On Wednesday, the US dollar rose to its highest level in 10 months against major currencies, causing the euro and sterling to hit their lowest points in six months. This was driven by expectations of sustained higher US interest rates.
Despite a recent heavy sell-off of US Treasuries, they stabilized, with yields still close to their highest levels in 16 years, which kept the dollar strong.
The euro decreased by 0.1% to $1.0567, reaching a six-month low of $1.0555 earlier in the day. It’s poised to incur a loss of over 3% for the quarter, marking its weakest performance in a year.
Similarly, sterling also declined by 0.1% to $1.2149 after touching a six-month low of $1.2135 earlier on Wednesday. It’s on track for a quarterly loss of over 4%.
The US dollar index peaked at 106.32, its highest point in 10 months.
Recently, Federal Reserve officials hinted at the possibility of further interest rate hikes, resulting in multi-year highs in US Treasury yields. The benchmark 10-year yield stood at 4.503%, after reaching a 16-year high of 4.566% in the previous session. The two-year yield was at 5.047%.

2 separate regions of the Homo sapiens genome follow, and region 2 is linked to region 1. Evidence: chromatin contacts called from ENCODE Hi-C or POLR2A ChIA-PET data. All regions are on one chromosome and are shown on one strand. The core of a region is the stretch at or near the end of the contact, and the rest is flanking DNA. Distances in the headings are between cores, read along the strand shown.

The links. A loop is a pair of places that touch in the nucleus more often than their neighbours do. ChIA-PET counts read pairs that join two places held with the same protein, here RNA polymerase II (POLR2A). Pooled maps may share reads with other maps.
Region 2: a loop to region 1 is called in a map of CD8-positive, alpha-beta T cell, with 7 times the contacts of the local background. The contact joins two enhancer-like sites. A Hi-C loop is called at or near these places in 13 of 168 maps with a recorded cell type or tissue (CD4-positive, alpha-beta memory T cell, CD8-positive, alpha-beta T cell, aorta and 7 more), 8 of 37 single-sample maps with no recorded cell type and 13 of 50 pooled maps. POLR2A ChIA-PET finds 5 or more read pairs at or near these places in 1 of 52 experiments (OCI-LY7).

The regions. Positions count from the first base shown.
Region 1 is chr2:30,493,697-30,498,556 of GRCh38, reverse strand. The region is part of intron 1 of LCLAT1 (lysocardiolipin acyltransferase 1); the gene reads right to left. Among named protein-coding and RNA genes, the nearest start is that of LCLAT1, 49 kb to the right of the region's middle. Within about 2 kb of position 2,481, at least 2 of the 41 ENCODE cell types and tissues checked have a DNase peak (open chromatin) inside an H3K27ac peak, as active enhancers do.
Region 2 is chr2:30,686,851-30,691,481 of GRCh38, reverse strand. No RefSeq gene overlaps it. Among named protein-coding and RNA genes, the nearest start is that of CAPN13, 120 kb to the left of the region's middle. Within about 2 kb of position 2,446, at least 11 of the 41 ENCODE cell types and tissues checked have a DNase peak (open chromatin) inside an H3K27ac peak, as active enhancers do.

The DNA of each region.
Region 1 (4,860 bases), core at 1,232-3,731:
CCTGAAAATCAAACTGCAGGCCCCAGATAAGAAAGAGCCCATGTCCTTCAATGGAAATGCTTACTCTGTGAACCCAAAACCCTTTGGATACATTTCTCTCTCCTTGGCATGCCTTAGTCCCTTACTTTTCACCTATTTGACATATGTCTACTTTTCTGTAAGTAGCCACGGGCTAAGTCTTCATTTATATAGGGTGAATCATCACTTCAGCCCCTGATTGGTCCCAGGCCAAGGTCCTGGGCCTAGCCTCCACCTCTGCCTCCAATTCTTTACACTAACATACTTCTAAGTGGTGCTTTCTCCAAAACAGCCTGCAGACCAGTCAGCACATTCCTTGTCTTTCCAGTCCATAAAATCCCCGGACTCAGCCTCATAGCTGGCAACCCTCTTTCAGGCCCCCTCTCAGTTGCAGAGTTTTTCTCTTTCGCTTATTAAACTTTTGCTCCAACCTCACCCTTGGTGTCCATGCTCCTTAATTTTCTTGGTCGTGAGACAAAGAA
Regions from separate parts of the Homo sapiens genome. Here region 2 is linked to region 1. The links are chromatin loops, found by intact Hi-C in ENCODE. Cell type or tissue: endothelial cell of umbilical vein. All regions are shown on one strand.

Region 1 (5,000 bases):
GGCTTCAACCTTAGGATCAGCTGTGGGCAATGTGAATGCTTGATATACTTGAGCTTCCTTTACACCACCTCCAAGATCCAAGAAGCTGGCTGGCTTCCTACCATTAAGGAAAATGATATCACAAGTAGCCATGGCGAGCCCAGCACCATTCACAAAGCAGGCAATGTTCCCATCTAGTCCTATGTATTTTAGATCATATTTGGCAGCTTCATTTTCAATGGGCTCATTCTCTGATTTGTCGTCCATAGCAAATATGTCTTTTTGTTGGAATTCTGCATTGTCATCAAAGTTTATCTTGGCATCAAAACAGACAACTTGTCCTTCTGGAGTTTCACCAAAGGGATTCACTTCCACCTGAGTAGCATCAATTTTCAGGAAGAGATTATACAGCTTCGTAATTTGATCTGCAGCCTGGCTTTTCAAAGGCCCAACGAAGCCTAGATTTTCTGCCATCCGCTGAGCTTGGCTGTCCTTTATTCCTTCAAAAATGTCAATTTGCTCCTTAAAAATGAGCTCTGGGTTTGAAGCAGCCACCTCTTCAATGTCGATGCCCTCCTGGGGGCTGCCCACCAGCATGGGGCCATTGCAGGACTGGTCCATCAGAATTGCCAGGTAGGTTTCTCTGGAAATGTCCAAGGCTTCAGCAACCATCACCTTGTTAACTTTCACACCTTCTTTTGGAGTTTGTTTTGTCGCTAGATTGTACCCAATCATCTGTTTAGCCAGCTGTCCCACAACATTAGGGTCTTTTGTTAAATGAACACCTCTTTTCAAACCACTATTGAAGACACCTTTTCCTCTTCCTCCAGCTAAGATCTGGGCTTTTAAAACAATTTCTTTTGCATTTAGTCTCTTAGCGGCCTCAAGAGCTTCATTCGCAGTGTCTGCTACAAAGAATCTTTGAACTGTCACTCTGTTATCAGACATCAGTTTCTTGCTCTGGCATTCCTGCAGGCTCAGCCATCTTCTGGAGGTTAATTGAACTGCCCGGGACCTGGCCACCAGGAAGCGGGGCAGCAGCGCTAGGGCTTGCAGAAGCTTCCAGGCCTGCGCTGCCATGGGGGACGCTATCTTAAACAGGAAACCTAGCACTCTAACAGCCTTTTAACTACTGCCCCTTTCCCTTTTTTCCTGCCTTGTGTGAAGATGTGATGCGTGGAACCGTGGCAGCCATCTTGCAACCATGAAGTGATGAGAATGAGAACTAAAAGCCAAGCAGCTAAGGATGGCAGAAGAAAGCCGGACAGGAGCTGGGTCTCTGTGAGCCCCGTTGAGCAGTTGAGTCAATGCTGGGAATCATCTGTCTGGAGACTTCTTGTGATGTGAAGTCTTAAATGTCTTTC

The yen faced significant challenges due to elevated US yields, remaining at 149.06 per dollar, near an 11-month low of 149.185 reached on Tuesday. The dollar/yen pair is highly responsive to shifts in long-term US Treasury yields.
The yen’s gradual decline towards the psychological threshold of 150 per dollar has raised concerns among traders about potential intervention from Japanese authorities, akin to what occurred last year.
Minutes from the Bank of Japan’s July meeting revealed that policymakers agreed on the importance of maintaining extremely loose monetary policies but were divided on how soon the central bank could discontinue negative interest rates.
Elsewhere, the Australian dollar fell by 0.30% to $0.6380, showing little reaction to Wednesday’s data indicating a slight increase in Australia’s inflation last month, which was in line with expectations.
In contrast, the Swedish krona bucked the recent trend by strengthening against both the dollar and euro. This was attributed to the central bank’s announcement the previous week that it would hedge a portion of its forex reserves to mitigate risk.
The dollar was last traded at 11.014 krona, having slipped over 1% so far this week, and is on track for its most significant weekly decline against Sweden’s currency since mid-July.
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